He ‘Ai na ka Lani

Author: 
Kīhei de Silva

 

Haku mele: Lili‘u.
Date: 1881, 1888. Both dates appear in Lili‘u’s songbook; perhaps they indicate the initial and revised versions of her mele.
Sources: 1) Hui Hānai, The Queen’s Songbook, 118-120. 2) "He Ai no Kalani Kalakaua," Mele Book of Lili‘u, HI.M.7:117-118, Bernice Pauahi Bishop Museum Archives. 3) Ohumukini and Beamer, The Compositions by, for, and about...Queen Liliuokalani, Kamehameha Schools Extension Ed. Dept., March 1978, 20.
Discography: 1) Eddie Kamae Presents the Sons of Hawai‘i, Hawai‘i Sons, HSC 1001 (1973). 2) Dennis Kamakahi, ‘Ohana, Dancing Cat 08022-38043-2 (1999).
Text Below: Hui Hānai, The Queen’s Songbook, 119. Translation:  Hui Hānai, 119.

Ke ‘ai nei ‘o ka lani,
Hāmau ‘oukou lākou nei a‘e.
Mai noho a pane a‘e,
Ua kapu ‘ē ka ‘aha i ke ali‘i.

 Hui: ‘Ai ē, ‘ai lā.

 Ke ‘ai nei ‘o ka lani
I ka ‘oene i ke kalo mana,
Lawea mai e ka ipo laua‘e
O ka uka ‘iu‘iu o Lanihuli.

 Ke ‘ai nei ‘o ka lani
I ka poi ‘ai lehua,
Ho‘owali ‘ia e ka ipo hīnano,
Maika‘i he pahe‘e ke moni aku.

 Ke ‘ai nei ‘o ka lani
I ka ‘ōpae māhikihiki,
Ki‘ina ‘ia e Fancy Lauli‘i
O ka ua Tuahine o Mānoa.

 Ke ‘ai nei ‘o ka lani
I ka i‘a a he a‘ukū,
Hi‘i ‘ia mai e ka ipo ‘aukai,
‘Au‘au ehu kai o ka moana.

The royal one is dining now,
You should all be silent.
Make not a sound,
The assembly is kapu in the presence of the ali‘i.

Eat, enjoy! Eat, enjoy!

 The royal one is dining now
On the tender corms of the mana taro,
Brought here by the laua‘e fern sweetheart
From the high uplands of Lanihuli.

 The royal one is dining now
On the red poi made from the lehua taro,
Mixed by the hīnano sweetheart,
So fine and smooth to swallow.

 The royal one is dining now
On the māhikihiki shrimp,
Caught by Miss Fancy Dainty
From the Tuahine rains of Mānoa.

 The royal one is eating now
On that fish, the swordfish,
Brought here by the seafaring sweetheart,
He who bathes in the sea spray of the ocean.

 

 

 

 

 

 

 

 

 

 

 

 

 

 

 

 

 

Photo: Hawai‘i State Archives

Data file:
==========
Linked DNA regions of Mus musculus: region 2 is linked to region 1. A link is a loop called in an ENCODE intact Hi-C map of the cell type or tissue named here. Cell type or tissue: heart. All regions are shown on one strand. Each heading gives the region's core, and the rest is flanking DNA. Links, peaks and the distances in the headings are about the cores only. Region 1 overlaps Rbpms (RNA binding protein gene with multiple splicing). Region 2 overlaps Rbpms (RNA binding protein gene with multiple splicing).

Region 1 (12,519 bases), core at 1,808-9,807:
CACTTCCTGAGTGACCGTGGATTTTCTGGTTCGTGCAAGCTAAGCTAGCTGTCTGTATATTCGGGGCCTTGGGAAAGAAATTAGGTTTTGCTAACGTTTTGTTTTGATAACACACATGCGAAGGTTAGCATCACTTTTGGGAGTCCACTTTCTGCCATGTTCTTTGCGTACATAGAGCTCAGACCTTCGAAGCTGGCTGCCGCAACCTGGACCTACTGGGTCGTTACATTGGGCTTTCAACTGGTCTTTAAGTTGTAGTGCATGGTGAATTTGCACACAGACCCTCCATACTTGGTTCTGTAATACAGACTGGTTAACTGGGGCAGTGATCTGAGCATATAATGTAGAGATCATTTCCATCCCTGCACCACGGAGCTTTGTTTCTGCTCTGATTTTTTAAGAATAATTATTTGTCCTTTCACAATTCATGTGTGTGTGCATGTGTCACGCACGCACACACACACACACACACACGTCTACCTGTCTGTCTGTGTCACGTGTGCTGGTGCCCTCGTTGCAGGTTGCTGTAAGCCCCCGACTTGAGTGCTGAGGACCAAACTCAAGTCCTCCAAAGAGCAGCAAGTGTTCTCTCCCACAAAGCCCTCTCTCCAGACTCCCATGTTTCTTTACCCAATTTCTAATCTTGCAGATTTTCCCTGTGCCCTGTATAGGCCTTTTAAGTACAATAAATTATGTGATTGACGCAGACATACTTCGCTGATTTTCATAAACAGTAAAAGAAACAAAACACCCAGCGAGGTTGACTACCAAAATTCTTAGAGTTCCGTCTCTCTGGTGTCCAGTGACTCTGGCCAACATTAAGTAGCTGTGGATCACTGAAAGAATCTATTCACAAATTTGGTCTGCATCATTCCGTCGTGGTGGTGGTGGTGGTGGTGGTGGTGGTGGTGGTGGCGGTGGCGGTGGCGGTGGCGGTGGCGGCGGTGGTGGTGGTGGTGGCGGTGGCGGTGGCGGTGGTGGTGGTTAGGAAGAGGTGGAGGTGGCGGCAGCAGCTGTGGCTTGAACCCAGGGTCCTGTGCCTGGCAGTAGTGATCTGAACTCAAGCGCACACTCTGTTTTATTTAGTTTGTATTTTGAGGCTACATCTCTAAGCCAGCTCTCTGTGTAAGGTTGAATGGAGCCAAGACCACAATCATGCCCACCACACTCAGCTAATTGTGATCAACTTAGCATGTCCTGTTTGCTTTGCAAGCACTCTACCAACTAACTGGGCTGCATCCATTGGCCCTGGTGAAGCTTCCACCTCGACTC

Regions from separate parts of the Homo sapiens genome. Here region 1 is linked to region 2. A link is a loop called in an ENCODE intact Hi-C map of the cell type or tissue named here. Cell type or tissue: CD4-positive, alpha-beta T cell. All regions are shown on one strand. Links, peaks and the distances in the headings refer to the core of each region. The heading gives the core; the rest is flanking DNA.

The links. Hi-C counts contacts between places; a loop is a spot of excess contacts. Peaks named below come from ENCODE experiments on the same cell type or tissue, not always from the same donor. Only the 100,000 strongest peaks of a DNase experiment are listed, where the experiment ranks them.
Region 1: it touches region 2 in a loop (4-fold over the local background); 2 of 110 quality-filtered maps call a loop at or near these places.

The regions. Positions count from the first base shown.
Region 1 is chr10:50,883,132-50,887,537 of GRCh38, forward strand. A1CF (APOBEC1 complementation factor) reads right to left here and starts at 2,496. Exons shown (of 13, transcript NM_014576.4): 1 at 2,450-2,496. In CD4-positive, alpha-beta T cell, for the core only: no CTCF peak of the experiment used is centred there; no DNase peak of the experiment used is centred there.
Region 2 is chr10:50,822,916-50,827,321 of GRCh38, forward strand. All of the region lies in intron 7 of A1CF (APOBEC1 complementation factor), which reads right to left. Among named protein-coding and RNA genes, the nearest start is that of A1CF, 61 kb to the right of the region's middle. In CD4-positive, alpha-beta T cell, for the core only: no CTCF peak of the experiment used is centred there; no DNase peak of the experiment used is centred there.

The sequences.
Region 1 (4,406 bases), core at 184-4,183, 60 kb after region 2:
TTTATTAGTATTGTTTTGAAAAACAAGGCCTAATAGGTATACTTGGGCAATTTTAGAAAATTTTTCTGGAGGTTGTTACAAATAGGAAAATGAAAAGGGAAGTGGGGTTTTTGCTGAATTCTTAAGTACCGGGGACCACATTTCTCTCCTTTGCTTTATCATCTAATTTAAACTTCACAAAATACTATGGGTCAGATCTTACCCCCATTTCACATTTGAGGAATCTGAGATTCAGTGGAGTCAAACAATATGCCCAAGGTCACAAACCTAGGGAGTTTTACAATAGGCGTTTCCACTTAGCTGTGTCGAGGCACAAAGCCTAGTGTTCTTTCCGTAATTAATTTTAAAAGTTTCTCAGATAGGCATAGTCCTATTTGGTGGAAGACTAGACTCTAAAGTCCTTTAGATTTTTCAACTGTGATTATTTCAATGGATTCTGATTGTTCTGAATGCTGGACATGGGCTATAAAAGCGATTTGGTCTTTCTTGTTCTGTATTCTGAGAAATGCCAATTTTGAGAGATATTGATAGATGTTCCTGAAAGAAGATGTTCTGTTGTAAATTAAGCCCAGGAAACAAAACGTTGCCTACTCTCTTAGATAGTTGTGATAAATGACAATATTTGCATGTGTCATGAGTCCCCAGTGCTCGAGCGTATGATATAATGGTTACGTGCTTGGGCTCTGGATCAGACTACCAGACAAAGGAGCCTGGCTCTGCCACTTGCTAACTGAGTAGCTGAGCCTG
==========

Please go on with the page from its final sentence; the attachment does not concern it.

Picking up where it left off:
February 3, 1889: Lili’u and King David Kalākaua at a dinner party whose guests included Robert Louis Stevenson and Stevenson’s mother.

Hui Hānai suggests that Lili‘u composed this mele for one of two events in Kalākaua’s reign: his return, in 1881, from his tour of the world, or his change of residence, in 1888, from Honolulu to Kailua, Hawai‘i. Her mele describes the special foods that were prepared on these significant occasions, the cherished friends who served them, and the respectful silence that traditionally accompanied the royal meal [1].

But "He ‘Ai na ka Lani" is more than a song about satisfying the appetite.  ‘Ai means "to rule" as well as "to eat."  The nature of the foods prepared and consumed by Kalākaua suggests that they were selected as much (or more) for their symbolism as for their taste.  "‘Oene kalo mana" in verse two refers to the last and smallest corms (‘oene) of a crop of kalo mana, a variety of taro propagated for its mana-giving, medicinal properties [2].  In one sense, the verse identifies Kalākaua as the last and "smallest" of a long line of powerful, god-like chiefs.  In another, it offers him the last remaining mana of these chiefly ancestors. 

The "poi lehua" of verse three refers, of course, to the tasty red poi made from the lehua variety of kalo, but it also suggests the figurative meanings of lehua that Kalākaua is meant to consume and embody.  A person described as lehua is "laden" with strength, speed, beauty, and skill.  He is a warrior, an expert, and a lover [3].  Poi lehua served by a hīnano sweetheart (the powder of the male hīnano blossom was thought to be a powerful aphrodisiac) further defines this installment of Kalākaua’s meal as meant to invest him with expertise that will bring fertility, ho‘oulu lāhui, to his declining people.